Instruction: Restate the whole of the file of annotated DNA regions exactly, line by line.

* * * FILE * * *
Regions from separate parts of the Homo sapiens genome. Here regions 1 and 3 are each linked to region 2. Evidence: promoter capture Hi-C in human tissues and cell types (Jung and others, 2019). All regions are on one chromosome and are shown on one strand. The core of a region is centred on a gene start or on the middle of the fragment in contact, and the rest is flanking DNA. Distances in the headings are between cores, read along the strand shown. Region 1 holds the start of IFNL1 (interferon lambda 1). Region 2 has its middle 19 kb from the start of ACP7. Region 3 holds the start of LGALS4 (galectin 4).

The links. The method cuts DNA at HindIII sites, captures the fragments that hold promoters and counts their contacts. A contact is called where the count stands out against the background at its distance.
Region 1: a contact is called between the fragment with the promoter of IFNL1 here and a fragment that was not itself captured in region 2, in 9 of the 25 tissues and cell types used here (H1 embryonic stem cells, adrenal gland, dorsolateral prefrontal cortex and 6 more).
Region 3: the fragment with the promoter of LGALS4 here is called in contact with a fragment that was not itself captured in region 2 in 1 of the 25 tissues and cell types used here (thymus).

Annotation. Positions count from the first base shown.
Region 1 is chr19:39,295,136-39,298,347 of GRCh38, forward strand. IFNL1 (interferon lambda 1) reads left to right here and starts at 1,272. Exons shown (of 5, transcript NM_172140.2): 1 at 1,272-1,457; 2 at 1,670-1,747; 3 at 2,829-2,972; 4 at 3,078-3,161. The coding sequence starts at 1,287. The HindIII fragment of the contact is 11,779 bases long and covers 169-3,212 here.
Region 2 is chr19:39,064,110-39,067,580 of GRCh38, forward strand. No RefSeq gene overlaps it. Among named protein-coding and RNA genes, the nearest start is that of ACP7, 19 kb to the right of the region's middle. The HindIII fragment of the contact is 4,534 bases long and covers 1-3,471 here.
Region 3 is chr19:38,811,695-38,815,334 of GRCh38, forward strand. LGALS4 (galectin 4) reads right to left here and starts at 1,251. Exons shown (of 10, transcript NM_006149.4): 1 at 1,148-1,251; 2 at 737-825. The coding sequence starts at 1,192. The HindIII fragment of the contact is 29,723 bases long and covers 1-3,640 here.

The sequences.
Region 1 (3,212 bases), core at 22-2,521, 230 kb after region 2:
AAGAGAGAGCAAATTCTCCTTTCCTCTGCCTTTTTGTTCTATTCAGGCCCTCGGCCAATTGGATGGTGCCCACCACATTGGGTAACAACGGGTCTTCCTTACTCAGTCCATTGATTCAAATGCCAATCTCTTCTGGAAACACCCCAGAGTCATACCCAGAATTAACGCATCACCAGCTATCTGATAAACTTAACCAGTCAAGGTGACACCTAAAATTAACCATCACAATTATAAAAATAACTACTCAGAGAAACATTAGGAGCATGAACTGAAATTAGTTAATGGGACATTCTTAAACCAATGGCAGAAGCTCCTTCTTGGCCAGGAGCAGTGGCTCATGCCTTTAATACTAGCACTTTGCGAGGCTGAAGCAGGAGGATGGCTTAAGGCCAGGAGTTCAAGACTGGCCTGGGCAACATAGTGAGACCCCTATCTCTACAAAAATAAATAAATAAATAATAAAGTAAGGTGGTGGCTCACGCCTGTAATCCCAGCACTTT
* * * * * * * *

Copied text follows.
Regions from separate parts of the Homo sapiens genome. Here regions 1 and 3 are each linked to region 2. Evidence: promoter capture Hi-C in human tissues and cell types (Jung and others, 2019). All regions are on one chromosome and are shown on one strand. The core of a region is centred on a gene start or on the middle of the fragment in contact, and the rest is flanking DNA. Distances in the headings are between cores, read along the strand shown. Region 1 holds the start of IFNL1 (interferon lambda 1). Region 2 has its middle 19 kb from the start of ACP7. Region 3 holds the start of LGALS4 (galectin 4).

The links. The method cuts DNA at HindIII sites, captures the fragments that hold promoters and counts their contacts. A contact is called where the count stands out against the background at its distance.
Region 1: a contact is called between the fragment with the promoter of IFNL1 here and a fragment that was not itself captured in region 2, in 9 of the 25 tissues and cell types used here (H1 embryonic stem cells, adrenal gland, dorsolateral prefrontal cortex and 6 more).
Region 3: the fragment with the promoter of LGALS4 here is called in contact with a fragment that was not itself captured in region 2 in 1 of the 25 tissues and cell types used here (thymus).

Annotation. Positions count from the first base shown.
Region 1 is chr19:39,295,136-39,298,347 of GRCh38, forward strand. IFNL1 (interferon lambda 1) reads left to right here and starts at 1,272. Exons shown (of 5, transcript NM_172140.2): 1 at 1,272-1,457; 2 at 1,670-1,747; 3 at 2,829-2,972; 4 at 3,078-3,161. The coding sequence starts at 1,287. The HindIII fragment of the contact is 11,779 bases long and covers 169-3,212 here.
Region 2 is chr19:39,064,110-39,067,580 of GRCh38, forward strand. No RefSeq gene overlaps it. Among named protein-coding and RNA genes, the nearest start is that of ACP7, 19 kb to the right of the region's middle. The HindIII fragment of the contact is 4,534 bases long and covers 1-3,471 here.
Region 3 is chr19:38,811,695-38,815,334 of GRCh38, forward strand. LGALS4 (galectin 4) reads right to left here and starts at 1,251. Exons shown (of 10, transcript NM_006149.4): 1 at 1,148-1,251; 2 at 737-825. The coding sequence starts at 1,192. The HindIII fragment of the contact is 29,723 bases long and covers 1-3,640 here.

The sequences.
Region 1 (3,212 bases), core at 22-2,521, 230 kb after region 2:
AAGAGAGAGCAAATTCTCCTTTCCTCTGCCTTTTTGTTCTATTCAGGCCCTCGGCCAATTGGATGGTGCCCACCACATTGGGTAACAACGGGTCTTCCTTACTCAGTCCATTGATTCAAATGCCAATCTCTTCTGGAAACACCCCAGAGTCATACCCAGAATTAACGCATCACCAGCTATCTGATAAACTTAACCAGTCAAGGTGACACCTAAAATTAACCATCACAATTATAAAAATAACTACTCAGAGAAACATTAGGAGCATGAACTGAAATTAGTTAATGGGACATTCTTAAACCAATGGCAGAAGCTCCTTCTTGGCCAGGAGCAGTGGCTCATGCCTTTAATACTAGCACTTTGCGAGGCTGAAGCAGGAGGATGGCTTAAGGCCAGGAGTTCAAGACTGGCCTGGGCAACATAGTGAGACCCCTATCTCTACAAAAATAAATAAATAAATAATAAAGTAAGGTGGTGGCTCACGCCTGTAATCCCAGCACTTT